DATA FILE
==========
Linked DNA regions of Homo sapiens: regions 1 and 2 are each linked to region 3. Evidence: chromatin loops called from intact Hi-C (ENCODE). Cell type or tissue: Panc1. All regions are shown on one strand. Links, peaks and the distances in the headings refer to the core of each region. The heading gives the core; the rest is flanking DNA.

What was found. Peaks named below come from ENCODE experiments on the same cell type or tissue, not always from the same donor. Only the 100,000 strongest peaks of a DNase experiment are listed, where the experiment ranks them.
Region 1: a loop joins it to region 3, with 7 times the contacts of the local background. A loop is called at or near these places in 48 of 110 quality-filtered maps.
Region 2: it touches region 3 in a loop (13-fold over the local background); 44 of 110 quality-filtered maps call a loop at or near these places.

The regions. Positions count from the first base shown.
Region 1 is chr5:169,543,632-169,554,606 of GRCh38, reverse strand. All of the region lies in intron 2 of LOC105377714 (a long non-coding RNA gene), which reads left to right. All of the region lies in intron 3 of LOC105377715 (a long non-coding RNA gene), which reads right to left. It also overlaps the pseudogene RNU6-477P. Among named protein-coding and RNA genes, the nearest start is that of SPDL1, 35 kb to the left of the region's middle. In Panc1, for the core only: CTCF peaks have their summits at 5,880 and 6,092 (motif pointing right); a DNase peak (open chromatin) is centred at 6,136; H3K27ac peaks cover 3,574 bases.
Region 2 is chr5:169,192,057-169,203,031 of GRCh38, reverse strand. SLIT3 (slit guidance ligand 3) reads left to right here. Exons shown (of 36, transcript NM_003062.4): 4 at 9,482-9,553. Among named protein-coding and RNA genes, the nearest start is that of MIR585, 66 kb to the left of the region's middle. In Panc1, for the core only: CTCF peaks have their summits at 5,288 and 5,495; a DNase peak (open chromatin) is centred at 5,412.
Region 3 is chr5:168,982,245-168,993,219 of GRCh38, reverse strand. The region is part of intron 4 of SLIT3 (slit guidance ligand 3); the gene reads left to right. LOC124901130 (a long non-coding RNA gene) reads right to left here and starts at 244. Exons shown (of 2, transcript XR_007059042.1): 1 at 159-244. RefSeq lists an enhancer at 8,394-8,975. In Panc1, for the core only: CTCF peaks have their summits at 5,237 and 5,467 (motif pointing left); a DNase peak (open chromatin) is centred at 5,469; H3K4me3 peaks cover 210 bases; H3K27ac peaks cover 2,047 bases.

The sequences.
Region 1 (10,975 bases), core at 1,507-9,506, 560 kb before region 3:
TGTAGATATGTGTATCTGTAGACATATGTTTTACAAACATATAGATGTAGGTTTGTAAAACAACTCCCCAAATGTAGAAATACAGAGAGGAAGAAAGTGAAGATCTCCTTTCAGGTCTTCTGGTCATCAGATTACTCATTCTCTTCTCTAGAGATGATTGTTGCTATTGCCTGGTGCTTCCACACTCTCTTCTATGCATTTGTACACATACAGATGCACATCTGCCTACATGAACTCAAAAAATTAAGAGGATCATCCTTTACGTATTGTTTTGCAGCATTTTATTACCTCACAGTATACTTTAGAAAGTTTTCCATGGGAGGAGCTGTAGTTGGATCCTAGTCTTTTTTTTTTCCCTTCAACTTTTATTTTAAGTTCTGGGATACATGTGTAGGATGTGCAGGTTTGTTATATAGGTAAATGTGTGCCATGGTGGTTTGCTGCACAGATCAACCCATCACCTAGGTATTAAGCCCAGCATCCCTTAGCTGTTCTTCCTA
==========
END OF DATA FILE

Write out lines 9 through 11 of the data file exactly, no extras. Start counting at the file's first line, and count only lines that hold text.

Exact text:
The sequences.
Region 1 (10,975 bases), core at 1,507-9,506, 560 kb before region 3:
TGTAGATATGTGTATCTGTAGACATATGTTTTACAAACATATAGATGTAGGTTTGTAAAACAACTCCCCAAATGTAGAAATACAGAGAGGAAGAAAGTGAAGATCTCCTTTCAGGTCTTCTGGTCATCAGATTACTCATTCTCTTCTCTAGAGATGATTGTTGCTATTGCCTGGTGCTTCCACACTCTCTTCTATGCATTTGTACACATACAGATGCACATCTGCCTACATGAACTCAAAAAATTAAGAGGATCATCCTTTACGTATTGTTTTGCAGCATTTTATTACCTCACAGTATACTTTAGAAAGTTTTCCATGGGAGGAGCTGTAGTTGGATCCTAGTCTTTTTTTTTTCCCTTCAACTTTTATTTTAAGTTCTGGGATACATGTGTAGGATGTGCAGGTTTGTTATATAGGTAAATGTGTGCCATGGTGGTTTGCTGCACAGATCAACCCATCACCTAGGTATTAAGCCCAGCATCCCTTAGCTGTTCTTCCTA